Freightliner continues to increase market share

| February 18, 2014
The natural gas-powered Freightliner Cascadia — pictured here in the day cab model — will be available next year with a 48-inch sleeper.
Overdrive Equipment Editor Jack Roberts test-drove this Cummins ISX12-G, natural-gas-powered Freightliner Cascadia Evolution last year. Follow this link for results. 

Freightliner’s market share grew 4.2 percent last year, said Mark Lampert, retiring senior vice president of sales and marketing.

Lampert and other Daimler Trucks North America executives discussed the company’s market data during a press conference today in Cabo San Lucas, Mexico.

Of the 339,000 Class 6 through 8 trucks sold last year, Lampert said, DTNA accounted for 37.9 percent. That share should grow, based on extremely strong orders in January, said David Hames, general manager of marketing and strategy.

“DTNA took in the highest number of truck orders that we have seen since 2006,” he noted. “So we are off to a very strong start.”

Hames noted that DTNA finished 2013 with 31 percent vocational market share, which appears to be growing. “For Freightliner, ‘vocational’ is defined by what we refer to as the six super segments,” he explained. “They include specialized haul, utility, food and beverage, government, refuse and construction.”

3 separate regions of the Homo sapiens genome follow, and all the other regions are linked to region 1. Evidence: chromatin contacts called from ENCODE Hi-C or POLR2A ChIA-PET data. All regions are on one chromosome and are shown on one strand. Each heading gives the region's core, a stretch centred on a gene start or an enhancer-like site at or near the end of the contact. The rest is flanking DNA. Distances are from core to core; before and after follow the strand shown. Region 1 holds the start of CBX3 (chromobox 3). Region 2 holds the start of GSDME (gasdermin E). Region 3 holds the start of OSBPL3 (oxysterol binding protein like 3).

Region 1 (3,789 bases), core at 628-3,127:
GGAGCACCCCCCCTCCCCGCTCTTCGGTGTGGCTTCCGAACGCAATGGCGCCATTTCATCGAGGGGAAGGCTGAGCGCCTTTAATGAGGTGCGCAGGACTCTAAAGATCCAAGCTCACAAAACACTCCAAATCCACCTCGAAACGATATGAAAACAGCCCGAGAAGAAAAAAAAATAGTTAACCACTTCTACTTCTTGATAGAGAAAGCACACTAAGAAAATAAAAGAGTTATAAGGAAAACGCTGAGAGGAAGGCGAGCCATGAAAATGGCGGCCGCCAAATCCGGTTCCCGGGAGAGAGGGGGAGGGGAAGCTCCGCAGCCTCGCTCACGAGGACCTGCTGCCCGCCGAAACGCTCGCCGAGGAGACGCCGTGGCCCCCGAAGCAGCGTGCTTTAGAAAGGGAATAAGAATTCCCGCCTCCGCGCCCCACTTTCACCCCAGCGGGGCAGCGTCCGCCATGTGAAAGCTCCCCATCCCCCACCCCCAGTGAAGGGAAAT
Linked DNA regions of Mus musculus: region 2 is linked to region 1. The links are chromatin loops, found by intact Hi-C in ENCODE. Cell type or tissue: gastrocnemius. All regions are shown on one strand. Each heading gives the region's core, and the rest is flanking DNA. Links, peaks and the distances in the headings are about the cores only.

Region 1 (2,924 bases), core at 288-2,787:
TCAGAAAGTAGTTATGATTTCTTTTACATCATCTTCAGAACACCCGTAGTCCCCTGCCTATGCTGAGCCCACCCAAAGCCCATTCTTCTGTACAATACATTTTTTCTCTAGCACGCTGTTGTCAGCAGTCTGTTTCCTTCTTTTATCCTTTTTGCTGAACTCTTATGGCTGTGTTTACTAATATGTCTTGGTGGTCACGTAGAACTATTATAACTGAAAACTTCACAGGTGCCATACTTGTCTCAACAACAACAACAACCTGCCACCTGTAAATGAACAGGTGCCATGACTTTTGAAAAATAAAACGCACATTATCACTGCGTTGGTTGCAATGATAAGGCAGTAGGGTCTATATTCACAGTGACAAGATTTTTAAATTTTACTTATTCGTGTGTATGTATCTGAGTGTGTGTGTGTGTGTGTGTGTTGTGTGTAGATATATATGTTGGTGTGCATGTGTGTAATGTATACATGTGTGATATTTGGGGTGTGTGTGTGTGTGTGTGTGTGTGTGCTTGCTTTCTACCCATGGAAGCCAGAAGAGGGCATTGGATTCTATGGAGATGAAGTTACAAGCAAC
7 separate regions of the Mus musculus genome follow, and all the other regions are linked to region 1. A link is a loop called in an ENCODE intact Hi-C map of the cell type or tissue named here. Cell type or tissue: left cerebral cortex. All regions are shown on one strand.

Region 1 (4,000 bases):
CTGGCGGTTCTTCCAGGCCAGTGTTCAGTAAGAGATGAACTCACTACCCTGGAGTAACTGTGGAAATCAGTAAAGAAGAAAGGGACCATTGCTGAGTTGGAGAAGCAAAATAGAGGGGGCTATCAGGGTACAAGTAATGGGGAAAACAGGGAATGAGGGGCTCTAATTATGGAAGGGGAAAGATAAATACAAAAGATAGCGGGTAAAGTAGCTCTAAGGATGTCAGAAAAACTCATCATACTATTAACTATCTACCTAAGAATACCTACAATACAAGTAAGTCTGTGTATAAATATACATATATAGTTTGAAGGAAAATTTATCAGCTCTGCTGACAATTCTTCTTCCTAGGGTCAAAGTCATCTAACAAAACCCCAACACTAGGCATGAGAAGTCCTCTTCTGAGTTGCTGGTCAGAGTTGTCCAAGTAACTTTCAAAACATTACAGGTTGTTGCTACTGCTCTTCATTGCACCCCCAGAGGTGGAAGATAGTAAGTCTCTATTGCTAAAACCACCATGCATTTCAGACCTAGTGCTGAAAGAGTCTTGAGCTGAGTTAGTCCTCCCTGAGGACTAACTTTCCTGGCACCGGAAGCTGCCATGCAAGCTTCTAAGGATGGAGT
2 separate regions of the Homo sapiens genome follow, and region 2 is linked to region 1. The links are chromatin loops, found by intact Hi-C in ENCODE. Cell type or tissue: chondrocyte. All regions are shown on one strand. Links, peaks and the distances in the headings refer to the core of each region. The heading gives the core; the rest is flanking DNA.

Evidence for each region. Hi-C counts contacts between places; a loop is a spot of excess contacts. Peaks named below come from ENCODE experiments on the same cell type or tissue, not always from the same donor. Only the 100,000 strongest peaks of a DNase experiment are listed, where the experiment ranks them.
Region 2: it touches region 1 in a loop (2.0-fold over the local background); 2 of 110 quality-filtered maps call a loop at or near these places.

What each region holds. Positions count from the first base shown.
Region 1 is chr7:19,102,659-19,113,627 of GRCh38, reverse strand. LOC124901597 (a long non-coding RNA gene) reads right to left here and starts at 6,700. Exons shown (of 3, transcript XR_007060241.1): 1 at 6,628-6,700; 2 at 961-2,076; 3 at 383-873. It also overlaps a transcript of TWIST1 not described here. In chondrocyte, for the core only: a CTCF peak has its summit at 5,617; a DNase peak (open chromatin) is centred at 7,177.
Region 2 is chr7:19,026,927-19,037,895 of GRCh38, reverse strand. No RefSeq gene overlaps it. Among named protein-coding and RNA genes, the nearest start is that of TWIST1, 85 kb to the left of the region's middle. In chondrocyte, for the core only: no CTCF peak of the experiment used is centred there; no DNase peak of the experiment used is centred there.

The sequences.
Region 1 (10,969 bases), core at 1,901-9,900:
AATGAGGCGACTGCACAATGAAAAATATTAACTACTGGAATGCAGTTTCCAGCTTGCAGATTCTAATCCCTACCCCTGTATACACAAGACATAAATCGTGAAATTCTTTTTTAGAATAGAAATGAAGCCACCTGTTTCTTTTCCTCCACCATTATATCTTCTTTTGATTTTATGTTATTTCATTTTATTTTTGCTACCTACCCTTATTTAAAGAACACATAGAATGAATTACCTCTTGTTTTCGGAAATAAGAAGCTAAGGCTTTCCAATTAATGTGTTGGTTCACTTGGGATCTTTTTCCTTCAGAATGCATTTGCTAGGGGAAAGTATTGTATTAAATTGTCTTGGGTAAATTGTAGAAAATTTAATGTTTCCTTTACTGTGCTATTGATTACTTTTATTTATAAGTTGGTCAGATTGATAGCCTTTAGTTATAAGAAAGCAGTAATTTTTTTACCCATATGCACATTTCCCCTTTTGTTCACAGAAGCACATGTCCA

Hames said DTNA is focusing on “vehicle integration” as opposed to “vertical integration.” 

Related

Evolution evolves: Freightliner adds gas power to Cascadia’s aero package

Napa Valley, Calif., has become an annual locale for Freightliner to present news and updates on various industry issues. And what’s the point of holding court if you don’t let folks take your trucks out for a spin?

“’Vertical integration’ suggests a focus on what’s good for the manufacturer,” he said. “And ‘vehicle integration’ focuses on what is in the customer’s best interest. And that is the philosophy that will drive our new product development.”

Hames noted that Detroit’s DD15 diesel engine was installed in 51 percent of Cascadias sold in 2013. In those sold this year, 69 percent have the engine.

  • Jim Kennedy

    Hmmm, discussing the customers’ best interests …. from Cabo, r u serious?

  • John S

    In the end companies and owner operators will have to sacrifice amenities to be able to afford to make profits in trucking. The increases in emission regulations that are ongoing will continue to not only affect what trucks are bought but how well they are accessorized. But alternative fuels are not going to significantly affect how trucking works for a while. The infrastructure is not there and the problems which their are problems with Natural Gas and electrics will prevent them from becoming common place.